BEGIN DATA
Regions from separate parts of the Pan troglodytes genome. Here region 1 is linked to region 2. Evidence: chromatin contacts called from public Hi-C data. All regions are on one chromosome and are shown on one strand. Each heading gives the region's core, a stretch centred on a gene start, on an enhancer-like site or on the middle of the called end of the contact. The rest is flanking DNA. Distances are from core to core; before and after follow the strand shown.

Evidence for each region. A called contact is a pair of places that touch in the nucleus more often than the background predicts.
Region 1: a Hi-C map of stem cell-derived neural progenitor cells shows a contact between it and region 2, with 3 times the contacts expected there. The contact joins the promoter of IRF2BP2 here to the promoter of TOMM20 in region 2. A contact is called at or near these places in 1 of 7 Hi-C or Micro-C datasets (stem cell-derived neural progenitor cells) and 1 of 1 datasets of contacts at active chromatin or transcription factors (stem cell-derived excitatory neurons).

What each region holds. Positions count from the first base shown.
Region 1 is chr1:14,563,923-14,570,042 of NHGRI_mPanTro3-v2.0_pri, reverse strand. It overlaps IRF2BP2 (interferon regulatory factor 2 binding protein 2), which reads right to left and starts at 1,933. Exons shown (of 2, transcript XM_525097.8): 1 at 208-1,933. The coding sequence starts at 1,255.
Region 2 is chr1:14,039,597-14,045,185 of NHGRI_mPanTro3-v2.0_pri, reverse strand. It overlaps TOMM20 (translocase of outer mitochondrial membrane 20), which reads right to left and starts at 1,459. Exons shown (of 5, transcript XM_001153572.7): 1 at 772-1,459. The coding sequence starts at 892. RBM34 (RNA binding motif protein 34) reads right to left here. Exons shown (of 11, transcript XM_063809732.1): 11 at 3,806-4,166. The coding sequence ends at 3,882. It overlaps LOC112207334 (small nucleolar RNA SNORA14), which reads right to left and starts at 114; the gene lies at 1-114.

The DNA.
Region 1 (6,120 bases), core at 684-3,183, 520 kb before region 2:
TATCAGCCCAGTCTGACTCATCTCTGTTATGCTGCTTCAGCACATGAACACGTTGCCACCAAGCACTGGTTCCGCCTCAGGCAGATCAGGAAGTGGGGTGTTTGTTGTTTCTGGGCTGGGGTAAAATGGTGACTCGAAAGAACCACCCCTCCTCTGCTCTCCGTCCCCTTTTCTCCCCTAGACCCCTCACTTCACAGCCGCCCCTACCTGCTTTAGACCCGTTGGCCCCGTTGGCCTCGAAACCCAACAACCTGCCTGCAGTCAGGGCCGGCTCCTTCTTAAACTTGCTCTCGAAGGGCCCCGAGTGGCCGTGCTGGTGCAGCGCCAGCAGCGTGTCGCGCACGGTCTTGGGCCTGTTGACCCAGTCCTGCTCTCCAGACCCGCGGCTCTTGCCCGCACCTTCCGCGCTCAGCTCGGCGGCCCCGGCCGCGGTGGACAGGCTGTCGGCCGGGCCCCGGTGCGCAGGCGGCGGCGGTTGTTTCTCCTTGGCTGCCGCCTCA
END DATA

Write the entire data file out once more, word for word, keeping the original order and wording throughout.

Regions from separate parts of the Pan troglodytes genome. Here region 1 is linked to region 2. Evidence: chromatin contacts called from public Hi-C data. All regions are on one chromosome and are shown on one strand. Each heading gives the region's core, a stretch centred on a gene start, on an enhancer-like site or on the middle of the called end of the contact. The rest is flanking DNA. Distances are from core to core; before and after follow the strand shown.

Evidence for each region. A called contact is a pair of places that touch in the nucleus more often than the background predicts.
Region 1: a Hi-C map of stem cell-derived neural progenitor cells shows a contact between it and region 2, with 3 times the contacts expected there. The contact joins the promoter of IRF2BP2 here to the promoter of TOMM20 in region 2. A contact is called at or near these places in 1 of 7 Hi-C or Micro-C datasets (stem cell-derived neural progenitor cells) and 1 of 1 datasets of contacts at active chromatin or transcription factors (stem cell-derived excitatory neurons).

What each region holds. Positions count from the first base shown.
Region 1 is chr1:14,563,923-14,570,042 of NHGRI_mPanTro3-v2.0_pri, reverse strand. It overlaps IRF2BP2 (interferon regulatory factor 2 binding protein 2), which reads right to left and starts at 1,933. Exons shown (of 2, transcript XM_525097.8): 1 at 208-1,933. The coding sequence starts at 1,255.
Region 2 is chr1:14,039,597-14,045,185 of NHGRI_mPanTro3-v2.0_pri, reverse strand. It overlaps TOMM20 (translocase of outer mitochondrial membrane 20), which reads right to left and starts at 1,459. Exons shown (of 5, transcript XM_001153572.7): 1 at 772-1,459. The coding sequence starts at 892. RBM34 (RNA binding motif protein 34) reads right to left here. Exons shown (of 11, transcript XM_063809732.1): 11 at 3,806-4,166. The coding sequence ends at 3,882. It overlaps LOC112207334 (small nucleolar RNA SNORA14), which reads right to left and starts at 114; the gene lies at 1-114.

The DNA.
Region 1 (6,120 bases), core at 684-3,183, 520 kb before region 2:
TATCAGCCCAGTCTGACTCATCTCTGTTATGCTGCTTCAGCACATGAACACGTTGCCACCAAGCACTGGTTCCGCCTCAGGCAGATCAGGAAGTGGGGTGTTTGTTGTTTCTGGGCTGGGGTAAAATGGTGACTCGAAAGAACCACCCCTCCTCTGCTCTCCGTCCCCTTTTCTCCCCTAGACCCCTCACTTCACAGCCGCCCCTACCTGCTTTAGACCCGTTGGCCCCGTTGGCCTCGAAACCCAACAACCTGCCTGCAGTCAGGGCCGGCTCCTTCTTAAACTTGCTCTCGAAGGGCCCCGAGTGGCCGTGCTGGTGCAGCGCCAGCAGCGTGTCGCGCACGGTCTTGGGCCTGTTGACCCAGTCCTGCTCTCCAGACCCGCGGCTCTTGCCCGCACCTTCCGCGCTCAGCTCGGCGGCCCCGGCCGCGGTGGACAGGCTGTCGGCCGGGCCCCGGTGCGCAGGCGGCGGCGGTTGTTTCTCCTTGGCTGCCGCCTCA